Why these are great times we’re living in - Macleans.ca

Why these are great times we’re living in

Today, science and technology reign supreme; humanities were for the good old days.

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Why these are great times we’re living in

Justin Sullivan/Getty Images

At some point, usually when humans turn 60, we lament the decline of our culture. No one speaks or thinks with the same clarity as 30 or 40 years ago. Is the pinnacle of mankind’s creative spirit to be reality television and accidental billionaires in dot-com ventures? The conversation is utterly predictable, incredibly tedious, but, be honest, haven’t you had it? Even Steven Spielberg lamented the decline of his milieu—filmmaking—in a recent interview.

Woody Allen’s film Midnight in Paris was a play on this. Allen’s present-day hero longs for the golden Paris of the ’20s and its “lost generation” of writers and artists like F. Scott Fitzgerald and Pablo Picasso. Having stumbled back into the period via a time machine in the form of an antique car, he falls for a girlfriend of Picasso’s who in turn longs for the Paris of the belle époque, the 1890s world of Toulouse-Lautrec. The handy time machine takes them there, only to find that M. Lautrec and friends long for the golden world of the Renaissance.

But no matter how clever this film nostalgique, it doesn’t quite reassure us about our own times that seem so threadbare, culturally speaking. I mean, rap music versus Lerner and Loewe or chick lit versus Edith Wharton. We played chess and bridge, not Sniper Elite on a PlayStation. Downhill all the way.

More helpful is a line in the extraordinary film The Social Network based (with liberties) on the life of Facebook founder Mark Zuckerberg. Early on, Zuckerberg in his Harvard nerd days gets dumped by his girlfriend. Fictional or not, this sort of moment comes to all men (and women), and there are a number of ways of coping with it, including getting drunk (which in the movie Zuckerberg does) or eating lots of chocs—my solution. Zuckerberg goes back to his dorm and after a particularly nasty blog post about the size of his ex-girlfriend’s bosom, confronts his roommate with the excited demand to “give me the algorithm.” This is said with the same force that Shakespeare’s Richard III famously invoked with his line, “A horse, a horse, my kingdom for a horse.”

The line opened a window for me. I have no earthly idea what an algorithm is apart from it being some sort of process that calculates steps toward a function—and that definition pretty much comes from Wikipedia. Something about Euclid rings a bell from high school but not in any way that has actual utility. I put English subtitles on for the remainder of the film because the vocabulary at times eluded me—it’s a new language.

Different ages have different strengths. Historians write about the Age of Science or the Age of Reason or, as in Will Durant’s analysis, religion versus science. Human culture has, minimally, two dimensions (probably dozens more) of science and the humanities and there will be periods when each predominates. The best brains simply follow the times. I cannot possibly comprehend what sterile neutrino oscillations are, but a particle physicist would, and as it happens Dr. Georgia Karagiorgi of Columbia University does and she just won a major award in experimental particle physics.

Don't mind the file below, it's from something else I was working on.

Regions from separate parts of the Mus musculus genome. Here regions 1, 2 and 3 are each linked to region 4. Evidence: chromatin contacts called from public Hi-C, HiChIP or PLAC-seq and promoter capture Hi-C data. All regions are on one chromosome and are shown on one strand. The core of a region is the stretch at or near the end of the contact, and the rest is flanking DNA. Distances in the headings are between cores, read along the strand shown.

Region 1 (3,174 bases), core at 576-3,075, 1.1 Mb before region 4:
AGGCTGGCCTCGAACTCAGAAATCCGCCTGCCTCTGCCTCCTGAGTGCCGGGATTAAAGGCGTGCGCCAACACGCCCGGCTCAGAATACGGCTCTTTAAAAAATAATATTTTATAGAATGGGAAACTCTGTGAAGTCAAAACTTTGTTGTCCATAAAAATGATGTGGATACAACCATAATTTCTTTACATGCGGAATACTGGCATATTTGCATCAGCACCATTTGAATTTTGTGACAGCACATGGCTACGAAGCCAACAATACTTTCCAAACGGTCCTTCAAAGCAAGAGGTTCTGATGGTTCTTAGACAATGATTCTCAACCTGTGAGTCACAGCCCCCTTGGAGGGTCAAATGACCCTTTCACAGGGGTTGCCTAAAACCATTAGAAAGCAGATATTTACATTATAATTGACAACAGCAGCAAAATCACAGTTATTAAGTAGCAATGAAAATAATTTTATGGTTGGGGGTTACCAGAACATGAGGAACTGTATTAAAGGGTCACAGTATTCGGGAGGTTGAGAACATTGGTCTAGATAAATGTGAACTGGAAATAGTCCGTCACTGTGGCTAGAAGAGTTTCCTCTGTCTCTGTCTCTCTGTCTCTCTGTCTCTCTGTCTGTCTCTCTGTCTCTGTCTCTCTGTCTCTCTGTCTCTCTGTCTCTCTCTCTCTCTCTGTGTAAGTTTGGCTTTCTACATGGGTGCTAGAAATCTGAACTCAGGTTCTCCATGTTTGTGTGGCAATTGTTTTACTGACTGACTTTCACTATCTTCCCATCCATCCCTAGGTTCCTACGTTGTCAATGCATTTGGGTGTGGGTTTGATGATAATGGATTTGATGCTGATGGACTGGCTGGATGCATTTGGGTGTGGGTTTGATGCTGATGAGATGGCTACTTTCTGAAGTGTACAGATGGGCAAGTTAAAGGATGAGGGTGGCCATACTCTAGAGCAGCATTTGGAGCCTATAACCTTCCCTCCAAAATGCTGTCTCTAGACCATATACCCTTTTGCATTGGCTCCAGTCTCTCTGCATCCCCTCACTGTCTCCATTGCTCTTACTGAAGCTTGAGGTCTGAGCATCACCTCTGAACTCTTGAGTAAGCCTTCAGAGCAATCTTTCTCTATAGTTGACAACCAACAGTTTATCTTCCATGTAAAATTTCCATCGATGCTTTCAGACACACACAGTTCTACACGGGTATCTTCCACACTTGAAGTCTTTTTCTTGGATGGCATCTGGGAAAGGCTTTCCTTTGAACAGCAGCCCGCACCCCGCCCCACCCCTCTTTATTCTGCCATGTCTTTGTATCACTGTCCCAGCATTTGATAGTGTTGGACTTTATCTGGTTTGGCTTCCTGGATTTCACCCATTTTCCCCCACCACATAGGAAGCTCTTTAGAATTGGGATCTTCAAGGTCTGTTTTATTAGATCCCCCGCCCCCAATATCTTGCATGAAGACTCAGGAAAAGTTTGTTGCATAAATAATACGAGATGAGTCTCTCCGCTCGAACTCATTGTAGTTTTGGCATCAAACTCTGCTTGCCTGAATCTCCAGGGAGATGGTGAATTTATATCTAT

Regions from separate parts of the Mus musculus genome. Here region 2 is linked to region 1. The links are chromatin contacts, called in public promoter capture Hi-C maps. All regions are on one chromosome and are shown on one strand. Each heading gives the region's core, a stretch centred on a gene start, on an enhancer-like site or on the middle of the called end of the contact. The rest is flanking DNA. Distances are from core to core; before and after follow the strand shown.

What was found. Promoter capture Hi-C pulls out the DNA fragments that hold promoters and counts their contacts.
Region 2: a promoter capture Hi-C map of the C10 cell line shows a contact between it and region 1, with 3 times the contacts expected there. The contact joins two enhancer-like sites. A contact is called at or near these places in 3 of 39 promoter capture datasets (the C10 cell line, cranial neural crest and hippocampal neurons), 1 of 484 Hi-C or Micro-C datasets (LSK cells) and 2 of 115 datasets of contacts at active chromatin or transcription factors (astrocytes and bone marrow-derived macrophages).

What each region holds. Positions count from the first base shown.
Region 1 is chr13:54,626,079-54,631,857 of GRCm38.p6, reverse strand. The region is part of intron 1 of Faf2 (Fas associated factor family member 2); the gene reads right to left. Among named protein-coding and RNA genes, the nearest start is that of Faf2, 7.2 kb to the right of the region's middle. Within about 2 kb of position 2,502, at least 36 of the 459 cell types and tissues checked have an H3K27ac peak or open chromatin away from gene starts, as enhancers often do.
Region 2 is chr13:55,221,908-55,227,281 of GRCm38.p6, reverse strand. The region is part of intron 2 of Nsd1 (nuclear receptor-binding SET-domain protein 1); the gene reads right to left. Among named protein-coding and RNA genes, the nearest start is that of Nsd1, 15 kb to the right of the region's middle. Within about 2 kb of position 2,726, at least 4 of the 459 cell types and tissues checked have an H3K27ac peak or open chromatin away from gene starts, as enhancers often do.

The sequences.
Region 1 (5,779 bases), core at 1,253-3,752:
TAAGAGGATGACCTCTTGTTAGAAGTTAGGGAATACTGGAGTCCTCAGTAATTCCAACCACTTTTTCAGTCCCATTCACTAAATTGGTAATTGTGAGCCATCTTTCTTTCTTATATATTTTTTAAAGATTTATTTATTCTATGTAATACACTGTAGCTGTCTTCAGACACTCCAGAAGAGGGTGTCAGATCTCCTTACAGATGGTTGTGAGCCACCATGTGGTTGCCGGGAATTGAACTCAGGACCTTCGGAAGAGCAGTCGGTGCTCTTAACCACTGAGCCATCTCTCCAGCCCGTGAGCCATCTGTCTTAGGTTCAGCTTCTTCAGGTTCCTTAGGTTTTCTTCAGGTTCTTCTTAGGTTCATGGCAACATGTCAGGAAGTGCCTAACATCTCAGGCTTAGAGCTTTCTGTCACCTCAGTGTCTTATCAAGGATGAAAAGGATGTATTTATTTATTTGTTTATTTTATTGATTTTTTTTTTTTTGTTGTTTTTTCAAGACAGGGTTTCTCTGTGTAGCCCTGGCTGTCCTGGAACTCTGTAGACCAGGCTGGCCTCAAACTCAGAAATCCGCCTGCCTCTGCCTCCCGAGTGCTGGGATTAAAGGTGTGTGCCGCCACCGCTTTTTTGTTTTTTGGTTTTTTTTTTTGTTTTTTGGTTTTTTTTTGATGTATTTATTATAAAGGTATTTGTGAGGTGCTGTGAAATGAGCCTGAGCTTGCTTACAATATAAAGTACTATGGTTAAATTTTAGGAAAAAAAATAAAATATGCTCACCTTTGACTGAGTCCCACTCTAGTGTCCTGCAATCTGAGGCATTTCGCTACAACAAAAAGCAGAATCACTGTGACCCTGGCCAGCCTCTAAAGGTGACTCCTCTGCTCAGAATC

This goes to another point—I’m on a slight tangent here—namely that women have always been among the “best brains” in the scientific world. Madame Curie usually surfaces now, but my favourite early female scientist is Mary the Jewess, who lived sometime around the first and third centuries AD and invented many chemical apparatus including the double-boiler (thus leading to the modern phenomenon of Shabbos brisket).

Science and mathematics are as fertile a field for creativity as philology and philosophy and it would be hard to dispute the genius creativity of Mark Zuckerberg who, having got his algorithm, writes the script to express the comparative “hotness” of girls in the college residences. For any maths person who has stumbled accidentally into this column: having given each girl a base rating of 1,400 plus some other value, the comparisons can be expressed by

Ea = 1 and Eb = 1

1 + 10 (Rb – Ra) / 400 1 + 10 (Ra – Rb) / 400.

Yep.

Ideally we’d all be literate in science and humanities. Thus C.P. Snow’s famous “Two Cultures” lecture. Arthur Koestler was culturally bilingual, compulsively readable—though he lost me in his comparison of psychokinesis and quantum physics in The Roots of Coincidence. All very well for Koestler to say that it was incongruous for those of us illiterate in science and technology to complain about those who were literate, but few people bridge the two cultures. High literacy in either field is rare by definition—in both, almost unheard of.

Turner Classic Movies held its annual film fest last week—bear with me, this is not a complete tangent. I watched Liza Minnelli and Robert Wagner walk the red carpet. (Cruel world—some icons are best kept in cold storage.) I tuned out of the interviews, dreading repetitions of “how wonderful TCM is” from faded stars talking to TCM host Robert Osborne. Then I heard Peter O’Toole. Asked what he would tell actors today, he simply said, quoting the Bible, “the word . . . and in the beginning was the word and the word was made flesh.” In his (better) time, he said, actors didn’t need special effects, only words.

O’Toole is a highly literate artist. Faced with a movie based on an “algorithm,” he might have acted superbly. Unlikely that he would have understood that particular “word” any better than I did. We are from a period when humanities were more the vogue. Now is a time for technology and science. It would be superhuman not to prefer the time that coincides with my own peculiar sense, but algorithms notwithstanding, a magical time it is.